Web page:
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New rules target non-withholding businesses

Jotham Lian
Jotham Lian
26 November 2018 1 minute readShare
tax deductions

Businesses are being urged to review their payments processes – including for director’s fees – as new rules are set to kick in that remove tax deductions for entities that don’t meet withholding obligations.

Last week, the Treasury Laws Amendment (Black Economy Taskforce Measures No. 2) Bill 2018 passed both Houses of federal parliament, introducing new legislation to deny an income tax deduction for certain payments if the associated withholding obligations have not been complied with.

Payments that are impacted includes salary, wages, commissions, bonuses or allowances to an employee; director’s fees; payments under a labour hire arrangement; payments to a religious practitioner; and payments for a supply of services.

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The deduction is only denied where no amount has been withheld at all or no notification is made to the commissioner.

RSM senior manager Tracey Dunn said the new law means businesses should take the opportunity to review payments made to employees and contractors to ensure withholding obligations are being met.

 

“Privately-owned businesses that may have historically waited until year-end to classify payments to directors as director’s fees or bonuses are encouraged to review the withholding requirements when the payments are made to ensure compliance both with withholding obligations and STP reporting requirements,” said Ms Dunn.

“Businesses who engage workers on a contract basis are also strongly encouraged to review the basis on which these workers are engaged.

“If the commissioner determines a contractor is an employee and payments have been incorrectly classified, the employer will not only be at risk for unpaid PAYG withholding and compulsory Superannuation Guarantee payments, the employer will also be at risk of being denied a tax deduction for such payments if the withholding obligations are not complied with.”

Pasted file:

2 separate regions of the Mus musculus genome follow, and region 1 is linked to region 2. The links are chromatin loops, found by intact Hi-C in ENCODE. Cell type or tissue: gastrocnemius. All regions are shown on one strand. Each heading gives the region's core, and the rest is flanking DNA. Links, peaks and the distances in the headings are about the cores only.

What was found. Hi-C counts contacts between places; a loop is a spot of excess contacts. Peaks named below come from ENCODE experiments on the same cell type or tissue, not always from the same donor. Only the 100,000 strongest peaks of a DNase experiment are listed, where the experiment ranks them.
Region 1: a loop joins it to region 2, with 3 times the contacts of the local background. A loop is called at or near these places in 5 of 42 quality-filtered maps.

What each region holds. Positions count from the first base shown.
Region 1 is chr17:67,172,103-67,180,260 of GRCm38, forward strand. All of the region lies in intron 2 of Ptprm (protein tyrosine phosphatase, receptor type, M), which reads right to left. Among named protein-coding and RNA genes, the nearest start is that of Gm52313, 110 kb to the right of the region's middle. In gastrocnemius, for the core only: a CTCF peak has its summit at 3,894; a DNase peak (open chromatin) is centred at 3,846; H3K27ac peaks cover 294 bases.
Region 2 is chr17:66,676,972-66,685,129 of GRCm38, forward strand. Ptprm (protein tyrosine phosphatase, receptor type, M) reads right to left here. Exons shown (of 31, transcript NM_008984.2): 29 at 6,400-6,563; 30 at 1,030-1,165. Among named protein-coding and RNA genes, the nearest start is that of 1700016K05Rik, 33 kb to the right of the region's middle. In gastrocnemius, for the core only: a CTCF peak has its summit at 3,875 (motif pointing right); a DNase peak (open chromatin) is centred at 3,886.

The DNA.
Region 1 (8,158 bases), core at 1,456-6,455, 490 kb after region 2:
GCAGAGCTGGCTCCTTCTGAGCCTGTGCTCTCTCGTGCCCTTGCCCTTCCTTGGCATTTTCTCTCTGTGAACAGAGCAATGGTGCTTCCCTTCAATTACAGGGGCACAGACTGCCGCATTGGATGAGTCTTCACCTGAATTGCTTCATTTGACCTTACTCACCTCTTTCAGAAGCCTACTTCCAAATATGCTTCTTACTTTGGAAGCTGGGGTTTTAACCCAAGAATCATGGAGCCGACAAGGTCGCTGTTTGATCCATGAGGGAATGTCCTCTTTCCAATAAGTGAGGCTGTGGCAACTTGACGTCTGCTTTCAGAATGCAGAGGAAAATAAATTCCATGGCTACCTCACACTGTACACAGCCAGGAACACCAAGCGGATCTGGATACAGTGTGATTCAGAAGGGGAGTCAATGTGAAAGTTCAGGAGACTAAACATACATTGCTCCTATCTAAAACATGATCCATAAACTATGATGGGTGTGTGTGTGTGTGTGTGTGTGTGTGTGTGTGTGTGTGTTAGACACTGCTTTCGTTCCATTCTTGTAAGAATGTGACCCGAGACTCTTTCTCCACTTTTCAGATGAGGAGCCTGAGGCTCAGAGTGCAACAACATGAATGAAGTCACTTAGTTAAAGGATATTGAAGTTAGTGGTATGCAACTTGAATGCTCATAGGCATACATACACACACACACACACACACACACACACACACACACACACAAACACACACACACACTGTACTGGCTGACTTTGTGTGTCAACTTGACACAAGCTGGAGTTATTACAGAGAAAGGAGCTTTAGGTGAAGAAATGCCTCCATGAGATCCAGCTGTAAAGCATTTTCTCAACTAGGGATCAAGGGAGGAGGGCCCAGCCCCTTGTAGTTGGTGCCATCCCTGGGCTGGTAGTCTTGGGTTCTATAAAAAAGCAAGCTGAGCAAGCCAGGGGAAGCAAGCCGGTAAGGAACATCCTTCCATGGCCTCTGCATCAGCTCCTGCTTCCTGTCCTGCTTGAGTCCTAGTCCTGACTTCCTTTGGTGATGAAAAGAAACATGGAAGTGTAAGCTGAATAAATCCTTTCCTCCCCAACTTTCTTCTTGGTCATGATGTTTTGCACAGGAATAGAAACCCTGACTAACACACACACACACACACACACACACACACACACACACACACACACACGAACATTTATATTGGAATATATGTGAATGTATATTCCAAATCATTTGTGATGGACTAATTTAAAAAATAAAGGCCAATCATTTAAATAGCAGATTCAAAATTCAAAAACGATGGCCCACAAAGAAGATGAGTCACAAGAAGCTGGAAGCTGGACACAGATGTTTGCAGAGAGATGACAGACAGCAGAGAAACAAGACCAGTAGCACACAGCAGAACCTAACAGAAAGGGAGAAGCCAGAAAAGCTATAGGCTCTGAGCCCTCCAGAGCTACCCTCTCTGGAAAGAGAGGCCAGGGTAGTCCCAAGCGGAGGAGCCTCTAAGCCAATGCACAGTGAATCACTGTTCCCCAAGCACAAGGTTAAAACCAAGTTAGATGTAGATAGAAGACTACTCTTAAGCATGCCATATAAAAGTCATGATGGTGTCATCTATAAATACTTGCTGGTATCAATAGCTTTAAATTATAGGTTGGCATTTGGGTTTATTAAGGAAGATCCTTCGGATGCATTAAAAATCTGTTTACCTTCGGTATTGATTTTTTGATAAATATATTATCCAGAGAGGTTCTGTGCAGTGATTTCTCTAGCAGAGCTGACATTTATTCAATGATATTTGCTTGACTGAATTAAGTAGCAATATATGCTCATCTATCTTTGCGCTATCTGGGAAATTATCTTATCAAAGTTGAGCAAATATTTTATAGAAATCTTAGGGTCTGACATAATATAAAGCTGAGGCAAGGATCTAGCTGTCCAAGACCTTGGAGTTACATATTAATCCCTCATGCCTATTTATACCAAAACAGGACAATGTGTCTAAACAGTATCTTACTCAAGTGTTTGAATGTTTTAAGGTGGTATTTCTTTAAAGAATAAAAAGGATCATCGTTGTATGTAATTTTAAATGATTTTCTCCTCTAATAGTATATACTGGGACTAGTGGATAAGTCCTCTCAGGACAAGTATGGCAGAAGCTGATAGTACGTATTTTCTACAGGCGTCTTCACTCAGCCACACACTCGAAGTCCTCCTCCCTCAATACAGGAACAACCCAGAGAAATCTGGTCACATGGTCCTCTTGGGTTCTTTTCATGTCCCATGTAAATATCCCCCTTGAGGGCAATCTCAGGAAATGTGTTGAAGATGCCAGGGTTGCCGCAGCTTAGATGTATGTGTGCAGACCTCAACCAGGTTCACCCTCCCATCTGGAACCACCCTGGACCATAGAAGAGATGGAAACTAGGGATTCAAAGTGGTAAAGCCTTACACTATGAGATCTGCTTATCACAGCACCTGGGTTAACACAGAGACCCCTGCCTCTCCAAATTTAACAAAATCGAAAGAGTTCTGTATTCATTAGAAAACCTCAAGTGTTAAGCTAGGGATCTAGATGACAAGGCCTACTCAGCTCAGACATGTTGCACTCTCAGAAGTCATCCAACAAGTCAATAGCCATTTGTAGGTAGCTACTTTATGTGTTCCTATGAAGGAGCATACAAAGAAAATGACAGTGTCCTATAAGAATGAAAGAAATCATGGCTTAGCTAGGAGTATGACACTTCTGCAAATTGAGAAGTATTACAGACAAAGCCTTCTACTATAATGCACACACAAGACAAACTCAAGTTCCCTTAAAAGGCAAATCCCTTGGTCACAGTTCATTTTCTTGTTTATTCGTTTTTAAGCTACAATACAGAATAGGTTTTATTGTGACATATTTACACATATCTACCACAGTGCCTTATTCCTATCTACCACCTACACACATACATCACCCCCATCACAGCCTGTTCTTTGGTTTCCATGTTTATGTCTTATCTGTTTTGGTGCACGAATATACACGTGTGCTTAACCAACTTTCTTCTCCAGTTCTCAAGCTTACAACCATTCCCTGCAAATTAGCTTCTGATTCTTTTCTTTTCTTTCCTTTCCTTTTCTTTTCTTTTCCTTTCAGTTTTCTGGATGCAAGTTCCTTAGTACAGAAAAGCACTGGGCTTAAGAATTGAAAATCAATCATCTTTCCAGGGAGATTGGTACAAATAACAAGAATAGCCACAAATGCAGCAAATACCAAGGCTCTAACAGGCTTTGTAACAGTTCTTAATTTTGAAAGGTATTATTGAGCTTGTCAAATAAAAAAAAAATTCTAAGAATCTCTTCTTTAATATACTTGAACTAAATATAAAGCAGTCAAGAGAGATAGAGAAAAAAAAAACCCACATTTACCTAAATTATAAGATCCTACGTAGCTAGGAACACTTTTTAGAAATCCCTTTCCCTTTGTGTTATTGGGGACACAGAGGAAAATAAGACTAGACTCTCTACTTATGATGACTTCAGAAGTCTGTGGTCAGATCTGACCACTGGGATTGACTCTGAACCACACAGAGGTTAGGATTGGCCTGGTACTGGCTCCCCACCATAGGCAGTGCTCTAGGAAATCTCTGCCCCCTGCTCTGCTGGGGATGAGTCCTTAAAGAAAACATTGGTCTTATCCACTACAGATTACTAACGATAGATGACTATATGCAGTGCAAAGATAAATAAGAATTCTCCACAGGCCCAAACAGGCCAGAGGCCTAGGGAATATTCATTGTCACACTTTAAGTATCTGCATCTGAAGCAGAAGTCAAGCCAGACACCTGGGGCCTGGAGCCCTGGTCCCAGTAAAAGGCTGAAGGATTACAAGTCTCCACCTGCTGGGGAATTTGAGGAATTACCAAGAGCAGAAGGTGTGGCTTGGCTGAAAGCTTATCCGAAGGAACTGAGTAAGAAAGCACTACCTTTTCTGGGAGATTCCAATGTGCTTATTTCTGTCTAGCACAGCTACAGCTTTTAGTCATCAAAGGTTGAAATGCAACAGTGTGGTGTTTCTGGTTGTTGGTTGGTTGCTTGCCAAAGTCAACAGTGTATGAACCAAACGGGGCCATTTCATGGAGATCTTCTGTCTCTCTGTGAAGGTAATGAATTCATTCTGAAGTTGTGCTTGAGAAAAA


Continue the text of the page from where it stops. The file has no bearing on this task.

Ms Dunn also noted an exception in the law for businesses that make a voluntary disclosure before the commissioner commences an audit or other compliance activity.

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“The best way to mitigate any risk of non-compliance is to review all payments that may be impacted,” she said.

“Should you find PAYG withholding obligations that have not been met, we recommend making a voluntary disclosure to the commissioner.”

The passage of the bill also sees the taxable payments reporting system further extended to three industries from next year, covering the road freight, IT, and security, investigation or surveillance sectors.

New rules target non-withholding businesses
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Jotham Lian
Jotham Lian

Adam Zuchetti is the former editor of MyBusiness and a senior freelance media professional, specialising in the fields of business, personal finance and property. In 2020, he also embarked on his own business journey – inspired in part by the entrepreneurs and founders he had met through his journalistic work – with the launch of customised pet gifting and subscription service Paws N’ All.

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